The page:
Matlab uses radians, I suppose.
 
  • #15
toneboy1
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I am not sure what are you asking. The value of 2π is not a consequence of your result but the other way around.
π or "PI" is 3.1415...
so 2π= 6.28....

Now the period of a function like sin(x) or cos (x) is 2π. This means that sin(x+2π) = sin(x).
In these expressions x is a non-dimensional variable.

You can also write sin(x+360) = sin(x) but then your x should be in hexadecimal degrees too.
Matlab uses radians, I suppose.

AH! Because I was plotting it like it was in Time (seconds)

Playing Devil's advocate, would it be fair to make 't' as seconds and plot the thing and say it took 6.28 seconds for a period?
 
  • #16
nasu
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In physics we usually make the arguments of the functions non-dimensional.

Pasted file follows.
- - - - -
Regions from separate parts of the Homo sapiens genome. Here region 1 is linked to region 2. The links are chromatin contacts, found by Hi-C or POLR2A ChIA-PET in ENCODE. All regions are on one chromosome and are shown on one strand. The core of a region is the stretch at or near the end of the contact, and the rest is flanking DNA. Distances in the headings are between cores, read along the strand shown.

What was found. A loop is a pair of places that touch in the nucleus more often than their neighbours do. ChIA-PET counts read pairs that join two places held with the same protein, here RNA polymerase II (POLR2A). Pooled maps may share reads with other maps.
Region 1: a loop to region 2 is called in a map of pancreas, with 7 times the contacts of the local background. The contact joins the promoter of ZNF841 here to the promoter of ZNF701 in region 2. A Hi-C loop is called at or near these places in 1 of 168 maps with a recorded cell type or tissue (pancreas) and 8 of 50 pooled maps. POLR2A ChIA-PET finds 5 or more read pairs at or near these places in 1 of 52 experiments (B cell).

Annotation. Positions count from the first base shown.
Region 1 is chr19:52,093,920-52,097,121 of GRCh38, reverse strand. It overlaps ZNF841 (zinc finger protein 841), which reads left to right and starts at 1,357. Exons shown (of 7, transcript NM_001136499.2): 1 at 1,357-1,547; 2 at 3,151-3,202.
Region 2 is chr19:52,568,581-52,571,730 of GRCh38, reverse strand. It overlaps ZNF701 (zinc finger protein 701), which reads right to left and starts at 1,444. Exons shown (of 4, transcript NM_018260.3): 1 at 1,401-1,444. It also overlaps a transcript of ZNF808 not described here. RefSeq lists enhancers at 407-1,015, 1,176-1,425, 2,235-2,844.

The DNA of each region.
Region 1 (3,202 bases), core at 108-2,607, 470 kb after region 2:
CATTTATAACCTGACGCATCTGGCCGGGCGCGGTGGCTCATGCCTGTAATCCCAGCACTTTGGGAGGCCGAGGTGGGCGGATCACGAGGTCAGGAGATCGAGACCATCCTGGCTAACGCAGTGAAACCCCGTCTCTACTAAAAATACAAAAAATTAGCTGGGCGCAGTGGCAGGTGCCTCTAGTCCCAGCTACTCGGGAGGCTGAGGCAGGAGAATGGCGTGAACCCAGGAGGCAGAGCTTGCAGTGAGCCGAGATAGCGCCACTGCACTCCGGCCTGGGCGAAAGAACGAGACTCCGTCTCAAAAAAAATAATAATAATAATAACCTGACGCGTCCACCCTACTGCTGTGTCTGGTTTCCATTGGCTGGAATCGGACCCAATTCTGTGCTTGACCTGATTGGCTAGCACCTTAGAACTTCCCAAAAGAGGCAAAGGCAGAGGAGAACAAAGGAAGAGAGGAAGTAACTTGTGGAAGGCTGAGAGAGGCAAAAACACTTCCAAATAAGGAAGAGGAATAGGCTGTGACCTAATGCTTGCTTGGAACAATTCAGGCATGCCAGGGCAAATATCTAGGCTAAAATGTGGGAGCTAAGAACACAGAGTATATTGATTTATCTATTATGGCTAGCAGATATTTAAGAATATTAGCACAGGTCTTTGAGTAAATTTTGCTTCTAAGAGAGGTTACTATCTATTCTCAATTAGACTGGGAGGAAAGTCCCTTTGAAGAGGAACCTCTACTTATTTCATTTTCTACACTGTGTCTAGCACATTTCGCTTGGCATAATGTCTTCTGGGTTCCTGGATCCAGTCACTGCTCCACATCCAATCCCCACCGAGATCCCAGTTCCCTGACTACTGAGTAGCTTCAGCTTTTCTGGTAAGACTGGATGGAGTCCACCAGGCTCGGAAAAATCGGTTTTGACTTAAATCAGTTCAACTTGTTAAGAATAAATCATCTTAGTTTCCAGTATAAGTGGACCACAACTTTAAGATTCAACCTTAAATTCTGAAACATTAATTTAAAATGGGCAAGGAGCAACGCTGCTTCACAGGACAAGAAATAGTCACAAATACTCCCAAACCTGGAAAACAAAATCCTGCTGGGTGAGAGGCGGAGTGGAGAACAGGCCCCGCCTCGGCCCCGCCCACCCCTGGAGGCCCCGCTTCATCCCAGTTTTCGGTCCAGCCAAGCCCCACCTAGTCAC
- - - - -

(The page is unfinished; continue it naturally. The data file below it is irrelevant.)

A physical quantity periodic in time will be represented by something like
sin(2∏t/T) so t is in seconds and T is the "physical" period, in seconds.
This has the property

sin[2∏(t+T)/T)]=sin(2∏t/T) so the period is T.
 
  • #17
toneboy1
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In physics we usually make the arguments of the functions non-dimensional.
A physical quantity periodic in time will be represented by something like
sin(2∏t/T) so t is in seconds and T is the "physical" period, in seconds.
This has the property

sin[2∏(t+T)/T)]=sin(2∏t/T) so the period is T.

what do you mean by 'non-dimensional' exactly?

Could I plead the case that since that T is 2π, it is 6.28 seconds?

How did the 'sin[2∏(t+T)/T)]' come about?
 
  • #18
samalkhaiat
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Isn't that what I did?

No, look again at your calculations. you put

[tex]\sin (2t) = \sin (2t) \cos (t) + \cos (2t) \sin (2t)[/tex]

which is wrong.
 
  • #19
toneboy1
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No, look again at your calculations. you put

[tex]\sin (2t) = \sin (2t) \cos (t) + \cos (2t) \sin (2t)[/tex]

which is wrong.

You're right, thanks, would you be happy with:

(2.sin(t).cos(t) + sin(2t).cos(t)+cos(2t).sin(t)) / 2sin(t)

[2.sin(t).cos(t)+2sin(t).cos(t).cos(t)+(cos^2(t)-sin^2(t))*sin(t)) ]
/ 2sint

∴ 2cost + 2cos^2(t) +Cos^2(t)-(1-cos^2(t)) / 2

∴ 2Cos^2(t) + Cos(t) - 1/2

which is about as simple as you can get, with a period 2π?

Thanks